The third category is the Bureaucrat. The thing to remember about Bureaucrats is that what they are best at producing is more Bureaucrats. These are people who are always overwhelmed with work but never make decisions that would offload that work. In a way, they follow the same model as the Genius, in that all decisions have to come through them.

The goal for all CEOs should be to aspire to play the Conductor role, while realizing that it is human nature to slip into Genius and Bureaucrat now and again.

Monday, October 29, 2012

PaaS *Is* Automation

Cloud computing has a challenge endemic to many Silicon valley advances - a great technology triumph somewhat disconnected from a clear business benefit.

The developer version of cloud computing is PaaS (Platform as a Service). Like cloud computing in general, PaaS has struggled to articulate clearly why it deserves to capture the hearts and minds of enterprise developers

Hipper web developers have had no such hesitations and have collectively leapt to cloud computing platforms like Heroku and Cloud Foundry for Ruby on Rails.

This difference in adoption tells an important story. By and large, enterprise developers have spent years building highly automated toolchains centered around tools like Eclipse and Clearcase and targeting both desktop and web clients.

In contrast, platforms like Ruby on Rails were designed for web deployment and web tooling, so fit the online/PaaS model more naturally.

I would argue that from an enterprise developer's point of view, PaaS is just about automation. When a PaaS appears with associated tooling that makes it easier for enterprise developers to do their work in the cloud than on their desktop, we will see a big spike in adoption. At a minimum, this will require the following:

1. Seamless integration with existing tools: developers will want an easy on-ramp that doesn't require them to abandon existing tools like Eclipse, Clearcase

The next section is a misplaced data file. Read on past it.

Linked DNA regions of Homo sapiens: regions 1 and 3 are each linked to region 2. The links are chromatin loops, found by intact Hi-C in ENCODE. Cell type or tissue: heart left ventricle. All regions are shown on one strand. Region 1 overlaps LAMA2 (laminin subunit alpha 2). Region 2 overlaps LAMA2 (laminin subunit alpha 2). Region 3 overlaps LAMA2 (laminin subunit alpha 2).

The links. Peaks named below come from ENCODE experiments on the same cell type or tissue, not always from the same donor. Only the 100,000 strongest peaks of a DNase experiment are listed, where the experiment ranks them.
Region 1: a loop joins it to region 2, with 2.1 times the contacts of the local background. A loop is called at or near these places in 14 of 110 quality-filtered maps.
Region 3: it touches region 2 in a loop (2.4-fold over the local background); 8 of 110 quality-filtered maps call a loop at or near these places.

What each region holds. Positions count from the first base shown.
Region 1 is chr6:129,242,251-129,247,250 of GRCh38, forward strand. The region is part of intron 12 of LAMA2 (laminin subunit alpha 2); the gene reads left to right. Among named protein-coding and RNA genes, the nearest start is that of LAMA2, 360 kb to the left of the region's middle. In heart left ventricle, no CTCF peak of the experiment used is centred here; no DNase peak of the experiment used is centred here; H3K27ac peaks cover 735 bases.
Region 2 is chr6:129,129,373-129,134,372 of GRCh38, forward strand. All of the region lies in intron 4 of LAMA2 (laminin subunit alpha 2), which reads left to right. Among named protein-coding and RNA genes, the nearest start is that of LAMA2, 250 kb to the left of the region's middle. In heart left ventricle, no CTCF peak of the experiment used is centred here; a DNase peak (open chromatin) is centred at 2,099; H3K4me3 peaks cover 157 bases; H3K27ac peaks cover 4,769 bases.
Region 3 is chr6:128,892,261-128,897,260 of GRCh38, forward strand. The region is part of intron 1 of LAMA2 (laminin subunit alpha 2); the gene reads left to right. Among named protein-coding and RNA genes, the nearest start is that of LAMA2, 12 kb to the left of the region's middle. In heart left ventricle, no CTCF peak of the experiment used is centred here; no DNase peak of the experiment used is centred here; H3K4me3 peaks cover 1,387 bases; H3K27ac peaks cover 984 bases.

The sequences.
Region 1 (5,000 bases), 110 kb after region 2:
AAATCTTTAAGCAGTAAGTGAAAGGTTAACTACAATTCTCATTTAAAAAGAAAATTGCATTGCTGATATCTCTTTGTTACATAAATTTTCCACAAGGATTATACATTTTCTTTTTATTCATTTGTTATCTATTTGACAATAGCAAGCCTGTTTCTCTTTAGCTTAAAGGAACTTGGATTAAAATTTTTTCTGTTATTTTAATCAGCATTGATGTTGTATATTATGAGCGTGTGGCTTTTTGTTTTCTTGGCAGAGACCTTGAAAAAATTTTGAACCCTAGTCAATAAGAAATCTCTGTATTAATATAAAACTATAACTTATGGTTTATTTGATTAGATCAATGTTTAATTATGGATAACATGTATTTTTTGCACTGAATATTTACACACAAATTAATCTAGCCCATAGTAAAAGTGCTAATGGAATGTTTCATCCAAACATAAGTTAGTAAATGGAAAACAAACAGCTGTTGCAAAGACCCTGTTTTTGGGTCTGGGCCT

2. Automated build and test: this is where an integrated cloud tool chain can really rock, but only if it is easier to use than existing internal solutions.
3. Opinionated client stack: one of the biggest things holding Java back for full web development is that Java is not opinionated about how to build a client stack in the way that for example Ruby on Rails is. This means every development team has to come up with its own scaffolding and build process, making it difficult to deliver an automation solution that satisfies.

Of these three, the third is the real show stopper. More on this later.

ps. I thought briefly about coining a new acronym, PaaS *Is* Automation Stupid, but decided that we have enough acronyms in this space.

Thursday, August 23, 2012

Evolutionary and Revolutionary Clouds

Now that we are a couple of years into the great cloud journey is it pretty clear that the big bang theory of cloud conversion is ain't happening.

Yes, ISVs are moving rapidly to the SaaS model and it would be hard to find a software startup who is *not* starting in the cloud, but enterprise adoption of the public cloud is happening at a more stately pace.

In large part this is due to the simplification required to make public clouds efficient and the complexity that characterizes most enterprise IT environments.  To put it differently, the public cloud makes app deployment simple by pruning app deployment options to the point that few enterprise applications can fit.

Moving forward, I see two paths for cloud adoption: evolutionary and revolutionary.

  • Revolutionary cloud: Public clouds like Amazon EC2 and represents a revolutionary leap forward for companies that are willing/able to abandon their current platforms. The revolutionary cloud offers a high degree of operational productivity at the expense of service choice (e.g., you can have any color you want as long as its black).